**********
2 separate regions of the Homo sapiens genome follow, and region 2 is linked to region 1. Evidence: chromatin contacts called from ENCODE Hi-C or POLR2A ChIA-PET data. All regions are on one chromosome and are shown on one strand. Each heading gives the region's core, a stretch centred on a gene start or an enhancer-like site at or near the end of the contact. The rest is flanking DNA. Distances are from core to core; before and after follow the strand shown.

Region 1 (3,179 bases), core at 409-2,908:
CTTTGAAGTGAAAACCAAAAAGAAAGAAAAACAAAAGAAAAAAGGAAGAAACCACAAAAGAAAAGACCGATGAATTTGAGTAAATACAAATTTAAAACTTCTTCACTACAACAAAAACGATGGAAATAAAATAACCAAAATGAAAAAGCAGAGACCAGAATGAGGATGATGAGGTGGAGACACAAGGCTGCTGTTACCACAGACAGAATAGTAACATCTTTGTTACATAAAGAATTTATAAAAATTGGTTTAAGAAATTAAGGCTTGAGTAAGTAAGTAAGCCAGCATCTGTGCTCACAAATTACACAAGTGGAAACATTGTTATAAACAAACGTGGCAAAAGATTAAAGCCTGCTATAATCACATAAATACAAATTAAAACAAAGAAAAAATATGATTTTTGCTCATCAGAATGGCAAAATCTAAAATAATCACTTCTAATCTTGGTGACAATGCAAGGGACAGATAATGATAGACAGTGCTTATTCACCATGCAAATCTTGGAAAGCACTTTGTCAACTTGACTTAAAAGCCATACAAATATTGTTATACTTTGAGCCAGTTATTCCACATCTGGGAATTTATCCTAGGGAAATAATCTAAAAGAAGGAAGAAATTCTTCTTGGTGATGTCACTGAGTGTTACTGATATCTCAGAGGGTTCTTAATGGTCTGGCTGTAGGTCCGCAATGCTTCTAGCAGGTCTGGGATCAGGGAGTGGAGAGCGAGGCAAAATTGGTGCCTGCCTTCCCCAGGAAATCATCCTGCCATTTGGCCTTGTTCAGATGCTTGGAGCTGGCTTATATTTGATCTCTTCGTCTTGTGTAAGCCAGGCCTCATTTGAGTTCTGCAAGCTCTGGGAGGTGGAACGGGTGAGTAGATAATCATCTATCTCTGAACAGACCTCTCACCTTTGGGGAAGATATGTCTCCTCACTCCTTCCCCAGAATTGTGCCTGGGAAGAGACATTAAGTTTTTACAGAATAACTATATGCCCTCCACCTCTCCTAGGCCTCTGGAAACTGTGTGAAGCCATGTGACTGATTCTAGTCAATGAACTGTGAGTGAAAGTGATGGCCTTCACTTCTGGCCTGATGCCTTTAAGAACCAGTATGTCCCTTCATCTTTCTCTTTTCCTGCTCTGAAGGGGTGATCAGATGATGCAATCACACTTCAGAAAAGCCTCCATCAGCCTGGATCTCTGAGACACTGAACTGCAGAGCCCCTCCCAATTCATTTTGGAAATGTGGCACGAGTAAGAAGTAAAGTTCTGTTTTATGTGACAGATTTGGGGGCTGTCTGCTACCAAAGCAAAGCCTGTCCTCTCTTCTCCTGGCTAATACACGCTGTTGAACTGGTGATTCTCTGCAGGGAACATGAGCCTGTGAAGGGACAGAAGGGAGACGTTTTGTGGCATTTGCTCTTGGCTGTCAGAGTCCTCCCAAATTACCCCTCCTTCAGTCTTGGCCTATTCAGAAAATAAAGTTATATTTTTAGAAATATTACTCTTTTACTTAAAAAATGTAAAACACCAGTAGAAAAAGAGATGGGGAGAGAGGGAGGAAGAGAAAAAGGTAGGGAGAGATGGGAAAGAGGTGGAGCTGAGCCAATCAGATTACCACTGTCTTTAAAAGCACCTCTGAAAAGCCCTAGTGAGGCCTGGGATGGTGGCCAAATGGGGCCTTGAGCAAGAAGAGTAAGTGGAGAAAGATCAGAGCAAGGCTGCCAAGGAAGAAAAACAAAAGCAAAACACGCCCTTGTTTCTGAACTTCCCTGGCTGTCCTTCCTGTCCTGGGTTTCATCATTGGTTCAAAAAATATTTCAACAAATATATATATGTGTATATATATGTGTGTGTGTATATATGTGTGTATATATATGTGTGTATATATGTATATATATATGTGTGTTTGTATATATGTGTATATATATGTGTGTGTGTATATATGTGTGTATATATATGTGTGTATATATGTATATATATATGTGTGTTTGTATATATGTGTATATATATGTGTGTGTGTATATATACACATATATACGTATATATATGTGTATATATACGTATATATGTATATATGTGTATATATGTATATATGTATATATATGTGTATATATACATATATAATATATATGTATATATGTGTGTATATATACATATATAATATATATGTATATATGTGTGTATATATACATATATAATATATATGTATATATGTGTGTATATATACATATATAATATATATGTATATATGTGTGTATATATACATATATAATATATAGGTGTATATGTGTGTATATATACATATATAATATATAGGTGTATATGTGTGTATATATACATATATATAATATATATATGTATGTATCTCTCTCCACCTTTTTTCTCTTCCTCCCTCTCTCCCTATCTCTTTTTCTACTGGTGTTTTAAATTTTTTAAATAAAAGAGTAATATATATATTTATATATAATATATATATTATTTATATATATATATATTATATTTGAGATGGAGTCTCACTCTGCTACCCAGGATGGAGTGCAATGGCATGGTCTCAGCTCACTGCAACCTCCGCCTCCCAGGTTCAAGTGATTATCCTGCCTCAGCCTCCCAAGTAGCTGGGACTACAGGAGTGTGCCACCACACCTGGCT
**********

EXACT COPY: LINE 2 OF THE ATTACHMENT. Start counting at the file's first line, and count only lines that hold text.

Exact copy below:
Region 1 (3,179 bases), core at 409-2,908: